Associate Professor of Philosophy Jennifer M. Morton has published an essay in Aeon Magazine, examining how institutions of higher education can help to produce a more “diverse and representative elite”. Morton argues that conversations on this topic have been “too narrowly focused on the demographics of elite institutions,” as encapsulated by recent criticism of the admissions practices at the likes of Harvard, Oxbridge, and Sciences Po. According to Morton, elite institutions tend to transform students from underrepresented groups, such that “they are likely to become less representative of the outsiders that they were”. She discusses how her experience teaching at CUNY’s City College of New York has influenced her view that non-elite institutions may be much better suited to producing upwardly mobile graduates who can effectively represent the demographic groups from which they originate.
An excerpt from Morton’s article is copied below. To explore Morton’s thoughts in this arena in greater detail, look out for her forthcoming book Moving Up Without Losing Your Way: The Ethical Costs of Upward Mobility (Princeton University Press), to be released in Fall 2019.
“. . . Instead of imagining elite universities and colleges as black boxes into which ‘diverse’ students are deposited, later emerging ready to shape our society, we should understand more about what happens within these institutions. We must ask whether the prevailing dynamics are more or less conducive to producing students enriched and empowered by educational experiences that make them better representatives of those who are often excluded. Not all institutions do an adequate job of creating such environments.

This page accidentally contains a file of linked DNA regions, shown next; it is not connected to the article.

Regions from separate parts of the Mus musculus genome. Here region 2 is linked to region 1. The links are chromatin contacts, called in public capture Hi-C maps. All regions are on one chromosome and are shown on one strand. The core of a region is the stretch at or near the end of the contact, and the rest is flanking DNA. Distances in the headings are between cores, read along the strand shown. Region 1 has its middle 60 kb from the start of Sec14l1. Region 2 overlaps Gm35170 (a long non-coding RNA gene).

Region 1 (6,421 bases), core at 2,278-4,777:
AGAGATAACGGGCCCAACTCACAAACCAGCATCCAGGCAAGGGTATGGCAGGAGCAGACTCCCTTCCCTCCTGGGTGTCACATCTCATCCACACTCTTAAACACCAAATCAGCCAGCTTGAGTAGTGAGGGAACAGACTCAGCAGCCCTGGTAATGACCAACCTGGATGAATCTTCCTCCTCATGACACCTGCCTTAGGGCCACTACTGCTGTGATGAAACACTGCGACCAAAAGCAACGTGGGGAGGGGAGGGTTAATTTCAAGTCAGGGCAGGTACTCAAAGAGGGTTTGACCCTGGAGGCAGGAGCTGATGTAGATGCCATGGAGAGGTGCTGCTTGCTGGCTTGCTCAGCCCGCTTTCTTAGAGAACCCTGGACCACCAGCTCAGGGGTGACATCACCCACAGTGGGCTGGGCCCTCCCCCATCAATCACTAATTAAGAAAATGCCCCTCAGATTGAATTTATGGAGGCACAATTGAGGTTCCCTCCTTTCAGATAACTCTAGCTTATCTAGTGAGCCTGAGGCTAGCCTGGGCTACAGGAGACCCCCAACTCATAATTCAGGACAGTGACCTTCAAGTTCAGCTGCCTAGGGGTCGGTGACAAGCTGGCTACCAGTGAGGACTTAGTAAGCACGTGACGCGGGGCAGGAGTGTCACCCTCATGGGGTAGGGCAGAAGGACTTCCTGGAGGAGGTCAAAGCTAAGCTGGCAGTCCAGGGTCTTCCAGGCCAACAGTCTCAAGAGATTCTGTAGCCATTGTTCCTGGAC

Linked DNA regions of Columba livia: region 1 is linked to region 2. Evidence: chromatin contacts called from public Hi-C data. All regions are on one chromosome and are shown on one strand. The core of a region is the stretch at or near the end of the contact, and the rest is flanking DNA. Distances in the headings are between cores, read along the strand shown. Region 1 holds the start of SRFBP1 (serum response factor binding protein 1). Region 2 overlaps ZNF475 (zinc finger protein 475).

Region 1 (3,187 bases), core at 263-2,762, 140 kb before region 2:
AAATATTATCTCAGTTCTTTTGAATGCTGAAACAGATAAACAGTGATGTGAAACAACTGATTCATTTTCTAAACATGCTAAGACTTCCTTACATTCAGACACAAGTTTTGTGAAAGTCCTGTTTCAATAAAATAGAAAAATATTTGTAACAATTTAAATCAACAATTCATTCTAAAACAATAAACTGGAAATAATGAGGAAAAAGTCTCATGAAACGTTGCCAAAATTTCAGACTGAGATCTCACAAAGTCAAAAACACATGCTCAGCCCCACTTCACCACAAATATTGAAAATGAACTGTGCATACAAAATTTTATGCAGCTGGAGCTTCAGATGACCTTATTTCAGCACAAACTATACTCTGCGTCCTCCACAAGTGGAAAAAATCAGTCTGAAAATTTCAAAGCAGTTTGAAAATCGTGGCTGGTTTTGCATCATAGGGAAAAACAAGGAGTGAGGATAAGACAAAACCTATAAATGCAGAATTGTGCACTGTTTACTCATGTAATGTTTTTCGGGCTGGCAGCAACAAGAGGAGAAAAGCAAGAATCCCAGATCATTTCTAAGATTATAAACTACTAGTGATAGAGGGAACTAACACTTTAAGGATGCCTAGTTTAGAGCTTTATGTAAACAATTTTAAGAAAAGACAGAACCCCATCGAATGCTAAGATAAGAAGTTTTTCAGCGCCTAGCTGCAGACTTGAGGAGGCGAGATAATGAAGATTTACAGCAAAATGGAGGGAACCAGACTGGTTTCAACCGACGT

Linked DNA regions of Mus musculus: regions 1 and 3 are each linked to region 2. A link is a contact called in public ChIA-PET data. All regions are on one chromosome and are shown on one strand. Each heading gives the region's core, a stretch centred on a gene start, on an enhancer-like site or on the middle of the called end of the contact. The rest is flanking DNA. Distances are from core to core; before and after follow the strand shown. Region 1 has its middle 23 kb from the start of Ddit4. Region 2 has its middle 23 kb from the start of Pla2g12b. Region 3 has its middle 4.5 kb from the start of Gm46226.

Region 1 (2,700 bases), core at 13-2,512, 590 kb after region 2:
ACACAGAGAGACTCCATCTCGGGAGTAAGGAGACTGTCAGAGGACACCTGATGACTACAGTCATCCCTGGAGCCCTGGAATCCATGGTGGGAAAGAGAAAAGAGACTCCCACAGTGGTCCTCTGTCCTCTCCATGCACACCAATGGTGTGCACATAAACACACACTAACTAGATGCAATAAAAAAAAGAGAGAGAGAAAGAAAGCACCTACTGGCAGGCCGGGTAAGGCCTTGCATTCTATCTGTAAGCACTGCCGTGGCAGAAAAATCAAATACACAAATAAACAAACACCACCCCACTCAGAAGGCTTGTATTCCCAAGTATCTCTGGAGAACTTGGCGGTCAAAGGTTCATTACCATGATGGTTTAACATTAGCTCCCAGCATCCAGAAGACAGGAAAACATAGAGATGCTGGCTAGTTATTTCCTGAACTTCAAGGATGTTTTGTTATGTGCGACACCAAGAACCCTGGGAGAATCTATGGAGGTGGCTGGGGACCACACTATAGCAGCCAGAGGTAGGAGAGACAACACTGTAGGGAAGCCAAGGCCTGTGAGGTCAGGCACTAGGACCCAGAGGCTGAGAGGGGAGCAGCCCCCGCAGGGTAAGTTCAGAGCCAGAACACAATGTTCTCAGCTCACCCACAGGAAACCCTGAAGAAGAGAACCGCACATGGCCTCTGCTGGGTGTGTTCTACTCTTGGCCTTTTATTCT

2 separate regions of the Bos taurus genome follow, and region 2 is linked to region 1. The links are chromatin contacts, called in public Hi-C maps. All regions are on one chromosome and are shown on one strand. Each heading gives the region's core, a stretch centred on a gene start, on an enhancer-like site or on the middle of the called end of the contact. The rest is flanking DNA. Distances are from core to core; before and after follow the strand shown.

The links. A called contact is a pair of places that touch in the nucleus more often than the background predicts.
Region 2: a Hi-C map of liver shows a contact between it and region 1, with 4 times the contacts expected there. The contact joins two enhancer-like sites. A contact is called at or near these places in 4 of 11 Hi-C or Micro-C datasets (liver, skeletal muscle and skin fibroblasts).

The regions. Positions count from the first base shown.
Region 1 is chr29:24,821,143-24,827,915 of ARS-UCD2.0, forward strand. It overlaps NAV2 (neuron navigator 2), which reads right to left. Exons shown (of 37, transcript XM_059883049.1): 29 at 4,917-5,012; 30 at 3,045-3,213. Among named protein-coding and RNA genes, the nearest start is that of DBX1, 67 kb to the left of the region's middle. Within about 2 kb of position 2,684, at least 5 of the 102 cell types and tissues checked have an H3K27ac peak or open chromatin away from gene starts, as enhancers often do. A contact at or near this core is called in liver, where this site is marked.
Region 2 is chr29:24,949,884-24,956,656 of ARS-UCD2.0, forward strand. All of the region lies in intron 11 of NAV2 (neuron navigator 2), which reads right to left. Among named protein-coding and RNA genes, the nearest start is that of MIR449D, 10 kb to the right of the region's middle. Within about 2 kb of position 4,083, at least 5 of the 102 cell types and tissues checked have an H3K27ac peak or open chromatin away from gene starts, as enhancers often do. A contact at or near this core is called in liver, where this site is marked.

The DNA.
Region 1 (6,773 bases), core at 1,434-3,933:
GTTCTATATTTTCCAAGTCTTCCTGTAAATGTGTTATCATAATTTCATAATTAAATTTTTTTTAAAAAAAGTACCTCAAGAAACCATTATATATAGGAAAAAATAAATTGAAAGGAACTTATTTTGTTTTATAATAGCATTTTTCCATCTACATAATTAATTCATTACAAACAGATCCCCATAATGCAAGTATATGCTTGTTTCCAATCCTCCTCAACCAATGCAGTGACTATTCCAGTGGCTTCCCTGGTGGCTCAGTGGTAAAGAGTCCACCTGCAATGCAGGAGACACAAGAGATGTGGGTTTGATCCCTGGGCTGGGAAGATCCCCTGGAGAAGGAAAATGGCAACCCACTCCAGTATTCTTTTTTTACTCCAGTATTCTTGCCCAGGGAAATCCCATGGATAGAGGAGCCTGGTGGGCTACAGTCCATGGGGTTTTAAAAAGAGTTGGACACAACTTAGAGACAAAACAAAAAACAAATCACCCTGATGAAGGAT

If we are concerned with creating a representative elite, we shouldn’t just look at the racial or economic background of its future members, but also at their educational experiences. If, for example, we want to foster policy discussions that include a broad range of perspectives, we must do better than turning to a room full of Ivy League or Oxbridge graduates. Instead, fill that room with graduates from places such as CCNY or the University of Hull. These students are much more likely to have educational experiences that can contribute different insights for a more representative elite.
I do not intend this argument as a disavowal of the fundamental democratic principle that leads us to affirmative action. Representation matters in a democratic society. A diverse elite is better able to advance the interests of all sectors of society. Unfortunately, the way that this principle has been practiced is too narrowly focused on the demographics of elite institutions. Instead, as I have suggested, we should consider whether the education of those in the elite has done a good job of furthering their understanding of a diverse swath of society. Some universities do better at giving students this type of educational experience. It is time to recognize that they are the essential way towards a more truly representative elite, one that incorporates not just diversity but real difference too.”